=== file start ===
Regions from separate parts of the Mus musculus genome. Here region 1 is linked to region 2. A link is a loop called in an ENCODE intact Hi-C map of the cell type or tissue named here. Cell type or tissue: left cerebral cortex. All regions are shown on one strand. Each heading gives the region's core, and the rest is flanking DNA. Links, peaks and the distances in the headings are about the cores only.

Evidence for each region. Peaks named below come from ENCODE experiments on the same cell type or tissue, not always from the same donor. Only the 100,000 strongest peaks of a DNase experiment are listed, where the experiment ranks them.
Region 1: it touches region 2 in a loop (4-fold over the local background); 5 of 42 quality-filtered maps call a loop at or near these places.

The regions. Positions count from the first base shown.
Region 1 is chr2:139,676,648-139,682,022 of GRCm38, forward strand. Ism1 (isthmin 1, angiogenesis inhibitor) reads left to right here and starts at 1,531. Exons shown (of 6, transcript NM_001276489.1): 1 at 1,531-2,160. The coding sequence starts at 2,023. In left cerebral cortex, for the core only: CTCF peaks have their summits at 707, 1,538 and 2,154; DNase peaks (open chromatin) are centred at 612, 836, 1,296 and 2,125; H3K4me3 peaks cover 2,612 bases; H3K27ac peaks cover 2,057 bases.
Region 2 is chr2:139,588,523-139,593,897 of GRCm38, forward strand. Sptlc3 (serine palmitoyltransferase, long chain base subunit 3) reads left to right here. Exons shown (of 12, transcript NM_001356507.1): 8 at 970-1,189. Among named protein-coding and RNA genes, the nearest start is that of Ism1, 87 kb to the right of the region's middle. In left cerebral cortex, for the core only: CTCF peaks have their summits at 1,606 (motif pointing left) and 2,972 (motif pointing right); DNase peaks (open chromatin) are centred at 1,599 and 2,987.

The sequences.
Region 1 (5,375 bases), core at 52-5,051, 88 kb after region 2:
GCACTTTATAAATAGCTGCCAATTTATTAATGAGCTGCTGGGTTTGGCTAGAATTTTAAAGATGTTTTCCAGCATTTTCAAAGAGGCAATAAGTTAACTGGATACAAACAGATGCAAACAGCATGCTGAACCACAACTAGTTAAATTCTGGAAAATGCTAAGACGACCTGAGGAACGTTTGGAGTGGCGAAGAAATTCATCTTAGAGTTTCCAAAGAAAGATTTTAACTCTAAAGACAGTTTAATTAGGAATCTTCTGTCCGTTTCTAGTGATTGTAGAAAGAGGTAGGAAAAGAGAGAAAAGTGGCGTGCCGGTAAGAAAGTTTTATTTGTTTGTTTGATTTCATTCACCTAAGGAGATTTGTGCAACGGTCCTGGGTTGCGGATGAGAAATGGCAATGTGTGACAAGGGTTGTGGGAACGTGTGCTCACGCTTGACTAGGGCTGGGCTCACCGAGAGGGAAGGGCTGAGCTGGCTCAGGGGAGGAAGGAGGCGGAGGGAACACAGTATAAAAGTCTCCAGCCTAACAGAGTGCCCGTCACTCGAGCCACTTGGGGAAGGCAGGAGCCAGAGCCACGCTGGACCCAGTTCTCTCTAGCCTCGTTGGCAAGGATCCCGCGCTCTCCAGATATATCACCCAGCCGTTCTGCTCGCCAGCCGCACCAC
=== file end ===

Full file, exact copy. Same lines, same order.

Regions from separate parts of the Mus musculus genome. Here region 1 is linked to region 2. A link is a loop called in an ENCODE intact Hi-C map of the cell type or tissue named here. Cell type or tissue: left cerebral cortex. All regions are shown on one strand. Each heading gives the region's core, and the rest is flanking DNA. Links, peaks and the distances in the headings are about the cores only.

Evidence for each region. Peaks named below come from ENCODE experiments on the same cell type or tissue, not always from the same donor. Only the 100,000 strongest peaks of a DNase experiment are listed, where the experiment ranks them.
Region 1: it touches region 2 in a loop (4-fold over the local background); 5 of 42 quality-filtered maps call a loop at or near these places.

The regions. Positions count from the first base shown.
Region 1 is chr2:139,676,648-139,682,022 of GRCm38, forward strand. Ism1 (isthmin 1, angiogenesis inhibitor) reads left to right here and starts at 1,531. Exons shown (of 6, transcript NM_001276489.1): 1 at 1,531-2,160. The coding sequence starts at 2,023. In left cerebral cortex, for the core only: CTCF peaks have their summits at 707, 1,538 and 2,154; DNase peaks (open chromatin) are centred at 612, 836, 1,296 and 2,125; H3K4me3 peaks cover 2,612 bases; H3K27ac peaks cover 2,057 bases.
Region 2 is chr2:139,588,523-139,593,897 of GRCm38, forward strand. Sptlc3 (serine palmitoyltransferase, long chain base subunit 3) reads left to right here. Exons shown (of 12, transcript NM_001356507.1): 8 at 970-1,189. Among named protein-coding and RNA genes, the nearest start is that of Ism1, 87 kb to the right of the region's middle. In left cerebral cortex, for the core only: CTCF peaks have their summits at 1,606 (motif pointing left) and 2,972 (motif pointing right); DNase peaks (open chromatin) are centred at 1,599 and 2,987.

The sequences.
Region 1 (5,375 bases), core at 52-5,051, 88 kb after region 2:
GCACTTTATAAATAGCTGCCAATTTATTAATGAGCTGCTGGGTTTGGCTAGAATTTTAAAGATGTTTTCCAGCATTTTCAAAGAGGCAATAAGTTAACTGGATACAAACAGATGCAAACAGCATGCTGAACCACAACTAGTTAAATTCTGGAAAATGCTAAGACGACCTGAGGAACGTTTGGAGTGGCGAAGAAATTCATCTTAGAGTTTCCAAAGAAAGATTTTAACTCTAAAGACAGTTTAATTAGGAATCTTCTGTCCGTTTCTAGTGATTGTAGAAAGAGGTAGGAAAAGAGAGAAAAGTGGCGTGCCGGTAAGAAAGTTTTATTTGTTTGTTTGATTTCATTCACCTAAGGAGATTTGTGCAACGGTCCTGGGTTGCGGATGAGAAATGGCAATGTGTGACAAGGGTTGTGGGAACGTGTGCTCACGCTTGACTAGGGCTGGGCTCACCGAGAGGGAAGGGCTGAGCTGGCTCAGGGGAGGAAGGAGGCGGAGGGAACACAGTATAAAAGTCTCCAGCCTAACAGAGTGCCCGTCACTCGAGCCACTTGGGGAAGGCAGGAGCCAGAGCCACGCTGGACCCAGTTCTCTCTAGCCTCGTTGGCAAGGATCCCGCGCTCTCCAGATATATCACCCAGCCGTTCTGCTCGCCAGCCGCACCAC